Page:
In Defense of Prose, part 2

In Part 1 I basically started my argument/mild rant for how important the quality of prose is in writing fiction, and in this section I want to rebut some common counter-arguments and misconceptions on the topic.

For a good resource see ShaelinWrites

Isn’t style completely subjective?

This is a tricky one. I see a lot of people come to this conclusion after comparing successful author’s writing seeing that their style is different, and deciding that it’s all a matter of opinion.

Not to be judgy and snobbish but my advice to such a stance is to compare some unpublished or poorly self-published work to more successful. The problem with comparing across good books is that you are comparing the largely subjective parts of prose without realizing that even though works can appear vastly different in style, there will be some solid foundations in common between them (more on what those foundations are later)

What I’m trying to say is yes there is considerable subjectivity in writing, but there are also significant parts of the craft which are relatively well established as important and useful towards strong prose. I realize that music is my go-to for analogy (but if the shoe fits run in it) however its like how all musicians must keep their instrument in tune – sure some use unconventional tuning, or play around with non-western musical tones, but not even the most experimental musician ignores their instrument’s tuning.

Don’t lots of people who get published have ‘bad’ writing?

So this is somewhat related to the above. People love to criticize or point out the flaws of successful works. And this seems to fly in the face of what I said in part 1 about the idea of a good story shining through bad writing.

In reply to that I’m going to say sort-of. Something I hope to establish in this sequence of blogs is that good writing doesn’t necessarily mean intensely skillful prose that the mere words of rock people out of their seats, my philosophy of writing is that prose does what it intends to do.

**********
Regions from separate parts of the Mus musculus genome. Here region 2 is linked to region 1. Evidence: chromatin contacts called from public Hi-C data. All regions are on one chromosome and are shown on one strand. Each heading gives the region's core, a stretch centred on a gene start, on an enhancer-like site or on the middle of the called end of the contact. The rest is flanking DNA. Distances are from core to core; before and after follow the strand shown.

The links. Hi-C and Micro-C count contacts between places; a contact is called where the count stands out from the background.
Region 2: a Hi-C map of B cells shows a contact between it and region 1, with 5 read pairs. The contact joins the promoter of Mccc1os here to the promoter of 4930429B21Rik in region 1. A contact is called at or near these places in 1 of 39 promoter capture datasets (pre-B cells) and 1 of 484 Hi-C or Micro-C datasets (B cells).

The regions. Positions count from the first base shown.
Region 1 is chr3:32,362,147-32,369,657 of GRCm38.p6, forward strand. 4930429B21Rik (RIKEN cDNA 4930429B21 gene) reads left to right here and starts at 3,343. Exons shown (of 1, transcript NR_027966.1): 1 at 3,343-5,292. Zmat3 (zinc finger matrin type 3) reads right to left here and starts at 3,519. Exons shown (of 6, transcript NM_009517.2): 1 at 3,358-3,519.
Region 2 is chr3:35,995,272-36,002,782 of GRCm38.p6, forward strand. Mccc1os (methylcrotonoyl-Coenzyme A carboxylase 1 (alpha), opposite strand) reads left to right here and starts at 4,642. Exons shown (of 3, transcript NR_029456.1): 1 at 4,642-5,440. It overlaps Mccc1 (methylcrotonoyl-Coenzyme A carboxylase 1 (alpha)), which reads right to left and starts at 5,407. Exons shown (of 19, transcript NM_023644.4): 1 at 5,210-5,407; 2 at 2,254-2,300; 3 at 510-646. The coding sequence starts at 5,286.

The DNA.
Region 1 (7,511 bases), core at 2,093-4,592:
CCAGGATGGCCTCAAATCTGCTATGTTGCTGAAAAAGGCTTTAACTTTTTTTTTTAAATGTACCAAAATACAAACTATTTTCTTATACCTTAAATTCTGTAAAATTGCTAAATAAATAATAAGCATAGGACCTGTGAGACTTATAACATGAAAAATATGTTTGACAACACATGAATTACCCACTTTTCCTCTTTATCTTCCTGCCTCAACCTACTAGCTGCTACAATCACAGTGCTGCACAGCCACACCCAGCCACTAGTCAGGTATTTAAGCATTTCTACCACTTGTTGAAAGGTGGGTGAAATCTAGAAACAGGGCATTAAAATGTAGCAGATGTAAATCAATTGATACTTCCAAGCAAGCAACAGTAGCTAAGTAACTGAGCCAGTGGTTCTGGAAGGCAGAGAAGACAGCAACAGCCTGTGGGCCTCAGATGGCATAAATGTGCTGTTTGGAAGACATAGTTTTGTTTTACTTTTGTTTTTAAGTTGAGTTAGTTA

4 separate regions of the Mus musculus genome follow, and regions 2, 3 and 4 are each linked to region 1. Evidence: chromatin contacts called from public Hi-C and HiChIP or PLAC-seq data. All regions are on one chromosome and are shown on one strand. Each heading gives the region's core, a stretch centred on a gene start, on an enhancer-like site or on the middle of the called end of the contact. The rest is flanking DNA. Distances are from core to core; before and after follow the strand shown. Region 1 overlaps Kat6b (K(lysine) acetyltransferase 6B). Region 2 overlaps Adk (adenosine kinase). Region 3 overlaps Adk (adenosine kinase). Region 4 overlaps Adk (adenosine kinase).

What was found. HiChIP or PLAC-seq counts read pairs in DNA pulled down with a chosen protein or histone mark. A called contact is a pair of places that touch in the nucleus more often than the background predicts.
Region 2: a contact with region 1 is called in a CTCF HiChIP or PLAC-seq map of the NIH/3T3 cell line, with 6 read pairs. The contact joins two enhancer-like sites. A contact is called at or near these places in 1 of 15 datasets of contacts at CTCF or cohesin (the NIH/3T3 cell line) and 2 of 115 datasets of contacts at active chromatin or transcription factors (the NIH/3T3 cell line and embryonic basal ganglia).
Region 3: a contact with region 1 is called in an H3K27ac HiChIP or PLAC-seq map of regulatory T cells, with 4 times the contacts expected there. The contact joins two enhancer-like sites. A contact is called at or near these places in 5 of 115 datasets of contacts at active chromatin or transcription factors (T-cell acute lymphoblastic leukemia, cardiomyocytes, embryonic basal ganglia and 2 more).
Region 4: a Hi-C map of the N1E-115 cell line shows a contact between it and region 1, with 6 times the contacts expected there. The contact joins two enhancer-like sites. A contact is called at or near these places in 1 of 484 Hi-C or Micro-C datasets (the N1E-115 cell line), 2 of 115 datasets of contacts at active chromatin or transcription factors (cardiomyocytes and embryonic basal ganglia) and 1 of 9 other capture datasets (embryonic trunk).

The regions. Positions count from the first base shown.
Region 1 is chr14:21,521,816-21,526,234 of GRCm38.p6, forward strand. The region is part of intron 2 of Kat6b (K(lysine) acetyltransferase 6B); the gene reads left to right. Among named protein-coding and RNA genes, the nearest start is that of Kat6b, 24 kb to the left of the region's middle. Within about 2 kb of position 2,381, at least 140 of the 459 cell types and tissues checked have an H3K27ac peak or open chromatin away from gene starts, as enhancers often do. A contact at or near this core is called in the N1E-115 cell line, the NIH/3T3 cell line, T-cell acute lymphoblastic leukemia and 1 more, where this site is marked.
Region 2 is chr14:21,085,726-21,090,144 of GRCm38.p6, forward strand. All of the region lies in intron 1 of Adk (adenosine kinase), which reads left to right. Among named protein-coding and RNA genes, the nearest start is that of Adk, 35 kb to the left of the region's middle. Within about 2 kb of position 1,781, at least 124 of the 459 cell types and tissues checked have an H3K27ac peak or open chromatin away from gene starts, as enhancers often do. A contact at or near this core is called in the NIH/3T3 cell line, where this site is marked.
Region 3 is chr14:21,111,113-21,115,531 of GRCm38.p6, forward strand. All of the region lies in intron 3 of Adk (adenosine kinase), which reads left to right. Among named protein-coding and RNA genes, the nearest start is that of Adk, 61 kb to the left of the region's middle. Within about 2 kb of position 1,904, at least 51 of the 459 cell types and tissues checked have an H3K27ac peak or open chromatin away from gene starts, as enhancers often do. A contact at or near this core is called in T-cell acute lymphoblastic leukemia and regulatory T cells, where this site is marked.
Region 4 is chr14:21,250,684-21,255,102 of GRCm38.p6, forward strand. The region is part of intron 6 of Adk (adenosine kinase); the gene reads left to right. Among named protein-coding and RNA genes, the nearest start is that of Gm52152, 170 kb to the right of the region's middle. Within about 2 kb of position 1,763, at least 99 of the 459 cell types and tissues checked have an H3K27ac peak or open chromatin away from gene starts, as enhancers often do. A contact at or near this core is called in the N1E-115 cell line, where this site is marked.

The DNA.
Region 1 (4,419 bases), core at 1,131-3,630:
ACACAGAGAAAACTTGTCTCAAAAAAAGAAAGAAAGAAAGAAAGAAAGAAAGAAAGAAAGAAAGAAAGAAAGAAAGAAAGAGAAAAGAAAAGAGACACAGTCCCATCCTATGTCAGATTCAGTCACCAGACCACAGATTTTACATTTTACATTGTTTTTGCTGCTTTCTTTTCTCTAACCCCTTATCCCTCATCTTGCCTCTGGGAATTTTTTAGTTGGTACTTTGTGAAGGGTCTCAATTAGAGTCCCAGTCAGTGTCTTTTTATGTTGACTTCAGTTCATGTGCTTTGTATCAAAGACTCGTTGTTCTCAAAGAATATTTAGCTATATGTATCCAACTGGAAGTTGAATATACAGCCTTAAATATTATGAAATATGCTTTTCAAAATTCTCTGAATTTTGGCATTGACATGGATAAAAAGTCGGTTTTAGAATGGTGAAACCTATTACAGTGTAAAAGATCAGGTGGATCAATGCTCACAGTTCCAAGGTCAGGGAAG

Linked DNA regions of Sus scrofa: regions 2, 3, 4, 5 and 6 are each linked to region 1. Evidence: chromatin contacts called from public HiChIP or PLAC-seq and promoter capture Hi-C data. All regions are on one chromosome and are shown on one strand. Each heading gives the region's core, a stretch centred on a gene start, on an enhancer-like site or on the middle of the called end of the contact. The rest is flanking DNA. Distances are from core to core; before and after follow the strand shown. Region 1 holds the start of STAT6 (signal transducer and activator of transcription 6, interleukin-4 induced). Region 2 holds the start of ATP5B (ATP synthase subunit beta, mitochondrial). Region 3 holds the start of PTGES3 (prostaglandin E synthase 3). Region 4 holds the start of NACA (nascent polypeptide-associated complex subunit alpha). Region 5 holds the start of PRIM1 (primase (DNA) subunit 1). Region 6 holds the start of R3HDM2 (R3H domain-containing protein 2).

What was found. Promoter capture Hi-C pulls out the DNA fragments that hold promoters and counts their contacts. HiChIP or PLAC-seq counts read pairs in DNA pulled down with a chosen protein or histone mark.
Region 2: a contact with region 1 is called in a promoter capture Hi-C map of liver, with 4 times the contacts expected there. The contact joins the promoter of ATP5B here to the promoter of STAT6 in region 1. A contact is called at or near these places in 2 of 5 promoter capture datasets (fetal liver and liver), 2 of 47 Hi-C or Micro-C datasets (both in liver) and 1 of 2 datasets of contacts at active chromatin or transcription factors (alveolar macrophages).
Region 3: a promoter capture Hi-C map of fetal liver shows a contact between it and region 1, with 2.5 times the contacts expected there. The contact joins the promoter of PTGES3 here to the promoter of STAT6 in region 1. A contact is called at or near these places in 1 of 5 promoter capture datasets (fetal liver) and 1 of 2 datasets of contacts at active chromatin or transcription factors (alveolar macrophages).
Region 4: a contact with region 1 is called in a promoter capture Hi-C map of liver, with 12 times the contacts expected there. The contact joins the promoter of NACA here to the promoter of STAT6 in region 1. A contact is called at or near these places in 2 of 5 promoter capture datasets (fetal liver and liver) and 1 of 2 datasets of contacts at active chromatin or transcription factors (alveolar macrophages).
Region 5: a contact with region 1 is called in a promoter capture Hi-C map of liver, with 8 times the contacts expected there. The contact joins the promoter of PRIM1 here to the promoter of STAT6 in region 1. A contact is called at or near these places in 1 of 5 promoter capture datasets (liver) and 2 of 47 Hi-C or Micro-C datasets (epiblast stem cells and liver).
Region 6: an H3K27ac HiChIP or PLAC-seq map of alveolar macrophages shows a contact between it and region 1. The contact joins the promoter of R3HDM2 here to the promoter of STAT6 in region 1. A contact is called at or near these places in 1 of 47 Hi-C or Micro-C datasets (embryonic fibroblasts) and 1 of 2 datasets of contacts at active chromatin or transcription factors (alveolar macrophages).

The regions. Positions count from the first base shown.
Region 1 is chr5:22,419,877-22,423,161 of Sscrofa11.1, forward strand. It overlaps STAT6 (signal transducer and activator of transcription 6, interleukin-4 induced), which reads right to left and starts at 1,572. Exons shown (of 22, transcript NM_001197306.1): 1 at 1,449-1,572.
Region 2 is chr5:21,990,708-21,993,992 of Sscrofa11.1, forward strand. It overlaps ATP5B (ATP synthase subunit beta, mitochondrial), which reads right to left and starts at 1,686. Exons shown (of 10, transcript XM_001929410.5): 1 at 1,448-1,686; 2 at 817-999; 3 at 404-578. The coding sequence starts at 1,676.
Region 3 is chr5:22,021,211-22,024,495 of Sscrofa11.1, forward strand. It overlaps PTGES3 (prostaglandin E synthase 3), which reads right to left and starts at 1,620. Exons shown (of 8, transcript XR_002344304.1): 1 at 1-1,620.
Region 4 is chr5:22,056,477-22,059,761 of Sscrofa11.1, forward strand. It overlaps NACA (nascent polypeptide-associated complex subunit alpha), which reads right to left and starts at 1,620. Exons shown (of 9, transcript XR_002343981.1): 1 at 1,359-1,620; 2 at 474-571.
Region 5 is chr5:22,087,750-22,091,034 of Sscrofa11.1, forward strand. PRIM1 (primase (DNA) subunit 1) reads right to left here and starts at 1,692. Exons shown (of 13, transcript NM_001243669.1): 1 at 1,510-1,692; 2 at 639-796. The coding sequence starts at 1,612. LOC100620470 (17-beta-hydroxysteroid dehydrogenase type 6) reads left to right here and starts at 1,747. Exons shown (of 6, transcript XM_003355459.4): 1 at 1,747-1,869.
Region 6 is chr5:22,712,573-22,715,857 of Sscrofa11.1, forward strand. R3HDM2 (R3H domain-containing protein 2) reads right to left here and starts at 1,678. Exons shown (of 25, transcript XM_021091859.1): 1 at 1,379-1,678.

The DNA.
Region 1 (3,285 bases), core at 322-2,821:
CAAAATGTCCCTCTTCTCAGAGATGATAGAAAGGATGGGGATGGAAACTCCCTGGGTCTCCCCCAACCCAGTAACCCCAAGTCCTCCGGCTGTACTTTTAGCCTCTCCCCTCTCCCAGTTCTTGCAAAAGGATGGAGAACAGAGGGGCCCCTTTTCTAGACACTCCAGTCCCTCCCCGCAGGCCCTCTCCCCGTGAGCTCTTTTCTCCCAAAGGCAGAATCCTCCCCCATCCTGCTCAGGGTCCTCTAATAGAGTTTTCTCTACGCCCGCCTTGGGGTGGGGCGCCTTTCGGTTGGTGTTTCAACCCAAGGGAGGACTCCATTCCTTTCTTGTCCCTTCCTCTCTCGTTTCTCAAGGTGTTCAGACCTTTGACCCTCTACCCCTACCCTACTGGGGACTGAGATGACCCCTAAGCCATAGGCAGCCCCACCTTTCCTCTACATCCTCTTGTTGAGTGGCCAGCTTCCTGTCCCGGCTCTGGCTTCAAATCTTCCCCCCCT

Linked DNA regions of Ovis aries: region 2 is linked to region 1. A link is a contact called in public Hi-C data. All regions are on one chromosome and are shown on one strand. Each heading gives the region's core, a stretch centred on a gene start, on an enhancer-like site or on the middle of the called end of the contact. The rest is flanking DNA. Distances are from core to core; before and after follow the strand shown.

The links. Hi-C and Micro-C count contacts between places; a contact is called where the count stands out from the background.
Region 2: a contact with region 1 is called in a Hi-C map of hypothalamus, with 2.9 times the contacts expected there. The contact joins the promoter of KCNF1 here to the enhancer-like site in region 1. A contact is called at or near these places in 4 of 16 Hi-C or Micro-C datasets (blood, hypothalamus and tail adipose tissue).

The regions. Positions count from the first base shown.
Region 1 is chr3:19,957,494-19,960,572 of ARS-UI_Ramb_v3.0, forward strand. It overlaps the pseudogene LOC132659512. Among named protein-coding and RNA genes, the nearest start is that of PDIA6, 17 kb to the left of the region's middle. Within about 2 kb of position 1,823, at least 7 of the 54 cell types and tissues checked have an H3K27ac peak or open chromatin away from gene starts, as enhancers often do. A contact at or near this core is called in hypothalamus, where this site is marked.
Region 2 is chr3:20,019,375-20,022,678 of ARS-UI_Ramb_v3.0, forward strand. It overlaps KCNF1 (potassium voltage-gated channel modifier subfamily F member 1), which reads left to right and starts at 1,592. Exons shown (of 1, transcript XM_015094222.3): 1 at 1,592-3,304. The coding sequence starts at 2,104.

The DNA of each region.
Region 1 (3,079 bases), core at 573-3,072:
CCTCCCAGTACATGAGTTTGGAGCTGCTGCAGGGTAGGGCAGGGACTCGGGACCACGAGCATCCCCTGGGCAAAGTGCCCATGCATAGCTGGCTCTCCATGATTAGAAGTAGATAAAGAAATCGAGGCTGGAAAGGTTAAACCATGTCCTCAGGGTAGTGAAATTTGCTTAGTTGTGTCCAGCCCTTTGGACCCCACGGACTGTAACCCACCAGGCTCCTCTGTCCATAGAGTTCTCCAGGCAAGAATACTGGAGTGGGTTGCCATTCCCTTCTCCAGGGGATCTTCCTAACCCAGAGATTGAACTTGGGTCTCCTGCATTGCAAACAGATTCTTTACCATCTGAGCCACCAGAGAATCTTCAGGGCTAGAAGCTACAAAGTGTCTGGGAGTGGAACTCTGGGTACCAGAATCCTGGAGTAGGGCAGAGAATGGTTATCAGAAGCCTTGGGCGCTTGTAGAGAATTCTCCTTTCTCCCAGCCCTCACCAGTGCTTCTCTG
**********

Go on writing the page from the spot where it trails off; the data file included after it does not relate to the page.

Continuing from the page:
Let’s take two pretty successful but generally slammed works:

1st Dan Brown’s Da Vinci Code. The DVC is one of recent times most commercially successful works of fiction. What a lot of people don’t know is the Brown had actually written (I think) 3 previous books will with such mediocre sales his publisher was considering dropping him, he’d even written Angel’s and Demons, the first Robert Langdon book prior to DVC. The point is he wasn’t exactly hitting it off as a writer, and a lot of critics point out that the writing is not exactly brilliant in DVC either, its basic, repetitive and kind of written so that you can follow the plot even if you’re completing a Sudoku and watching Inception at the same time, i.e. It’s explained like you need a classroom lesson in following plotlines.

Despite these criticisms I wouldn’t necessarily say the prose of DVC is bad, its just a particular style that isn’t aiming to entertain through words – but the content of the words.

Similarly for no. 2. 50 Shades of Grey is perhaps even more intensely known for being a very big selling critically harangued work. Reading the piece feels like the author is purposefully snubbing their nose at all the writing advice in the word (the first paragraph is the MC looking into a mirror complaining about their plain looks). But again the words do what they’re meant to do – drop the reader into the word of Anastasia and Christian.

What I’m trying to say is not that my argument is pointless but that there are multiple ways for prose to be good, whether its in serving a popular story or wowing readers with the poetry of the work, this doesn’t make learning about good writing redundant, it in fact makes it all the more vital.

But writing rules are all just guidelines not rules right?

This is something that ShaelinWrites addresses in her video linked above. She makes a great point that (at least the rules she refers to) are better considered rules as while there are exceptions, they are somewhat distinct, rather than being considered a guideline where it may apply or it might not. Shaelin’s rule is basically if it strengthens a sentence (more on what that even means later too) then break the rule.